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Dreamweaver CS6 Essential Training
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Using named anchors


From:

Dreamweaver CS6 Essential Training

with James Williamson

Video: Using named anchors

While linking to other pages is usually the norm, there are times when you need to link to places within the same page. Usability is an important consideration when designing websites. Although, people will generally tolerate scrolling okay if you can give them away to skip the scrolling and jump right to the information that they're looking for, they're going to be much happier users of your site. Well, that's where named anchors come in. Well, named anchors are aptly named, because instead of the way that the HREF attribute is normally resolved, links to named anchors reference instead an ID value allowing you to link to any element on the page that has a specific ID attribute.
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  1. 1m 4s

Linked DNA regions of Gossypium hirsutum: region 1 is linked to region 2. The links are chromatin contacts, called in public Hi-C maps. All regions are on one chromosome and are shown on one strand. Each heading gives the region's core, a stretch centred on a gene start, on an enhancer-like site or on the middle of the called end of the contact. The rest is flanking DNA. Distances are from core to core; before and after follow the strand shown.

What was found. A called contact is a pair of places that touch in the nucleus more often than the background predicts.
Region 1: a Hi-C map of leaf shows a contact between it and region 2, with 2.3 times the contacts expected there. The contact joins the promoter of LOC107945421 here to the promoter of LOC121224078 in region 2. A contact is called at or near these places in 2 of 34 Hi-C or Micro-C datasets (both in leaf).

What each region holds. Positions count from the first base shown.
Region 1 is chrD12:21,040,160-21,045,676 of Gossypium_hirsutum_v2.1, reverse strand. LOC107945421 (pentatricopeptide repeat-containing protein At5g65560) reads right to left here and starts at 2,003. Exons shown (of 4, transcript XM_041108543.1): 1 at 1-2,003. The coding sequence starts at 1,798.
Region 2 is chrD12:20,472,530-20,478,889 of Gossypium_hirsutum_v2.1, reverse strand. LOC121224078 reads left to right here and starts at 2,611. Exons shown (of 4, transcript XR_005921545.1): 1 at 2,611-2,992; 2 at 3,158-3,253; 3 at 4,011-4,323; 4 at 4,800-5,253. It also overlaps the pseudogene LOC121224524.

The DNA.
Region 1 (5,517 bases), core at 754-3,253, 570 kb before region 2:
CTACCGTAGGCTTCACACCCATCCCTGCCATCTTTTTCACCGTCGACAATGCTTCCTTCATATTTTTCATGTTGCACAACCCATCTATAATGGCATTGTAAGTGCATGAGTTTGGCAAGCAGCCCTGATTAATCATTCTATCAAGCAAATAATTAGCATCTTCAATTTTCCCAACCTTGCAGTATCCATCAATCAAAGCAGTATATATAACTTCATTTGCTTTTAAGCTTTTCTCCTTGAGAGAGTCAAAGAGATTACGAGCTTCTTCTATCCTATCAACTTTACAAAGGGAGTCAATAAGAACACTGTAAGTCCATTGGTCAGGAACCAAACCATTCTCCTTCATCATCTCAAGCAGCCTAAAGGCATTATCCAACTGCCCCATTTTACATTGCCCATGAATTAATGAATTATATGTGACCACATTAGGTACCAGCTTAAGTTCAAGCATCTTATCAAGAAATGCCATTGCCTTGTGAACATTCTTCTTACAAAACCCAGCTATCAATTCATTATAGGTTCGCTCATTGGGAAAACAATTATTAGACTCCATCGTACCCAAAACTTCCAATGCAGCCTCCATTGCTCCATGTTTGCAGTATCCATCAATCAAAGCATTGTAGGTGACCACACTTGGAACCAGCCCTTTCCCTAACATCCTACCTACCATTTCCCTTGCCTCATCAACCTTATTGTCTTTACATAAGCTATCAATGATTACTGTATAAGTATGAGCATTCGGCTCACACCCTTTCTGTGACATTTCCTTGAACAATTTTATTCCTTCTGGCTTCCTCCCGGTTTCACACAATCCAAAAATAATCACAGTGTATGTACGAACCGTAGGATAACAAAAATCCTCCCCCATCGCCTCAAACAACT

1. What is Dreamweaver?
      1m 4s
  2. 5m 44s
    1. Welcome
      1m 4s
    2. Using the exercise files
      2m 17s
    3. Learning web design
      2m 23s
  3. 1h 0m
    1. Looking at the Welcome screen
      5m 9s
    2. Exploring Windows and Mac interface differences
      5m 6s
    3. Arranging panels
      8m 44s
    4. Managing workspaces
      10m 14s
    5. Exploring the Application toolbar
      6m 21s
    6. Exploring the Document toolbar
      8m 47s
    7. Working with the Property inspector
      9m 30s
    8. Using the Insert panel
      6m 30s
  4. 53m 3s
    1. Understanding basic site structure
      3m 46s
    2. Exploring file naming conventions
      2m 10s
    3. Defining a new site
      5m 23s
    4. Managing files and folders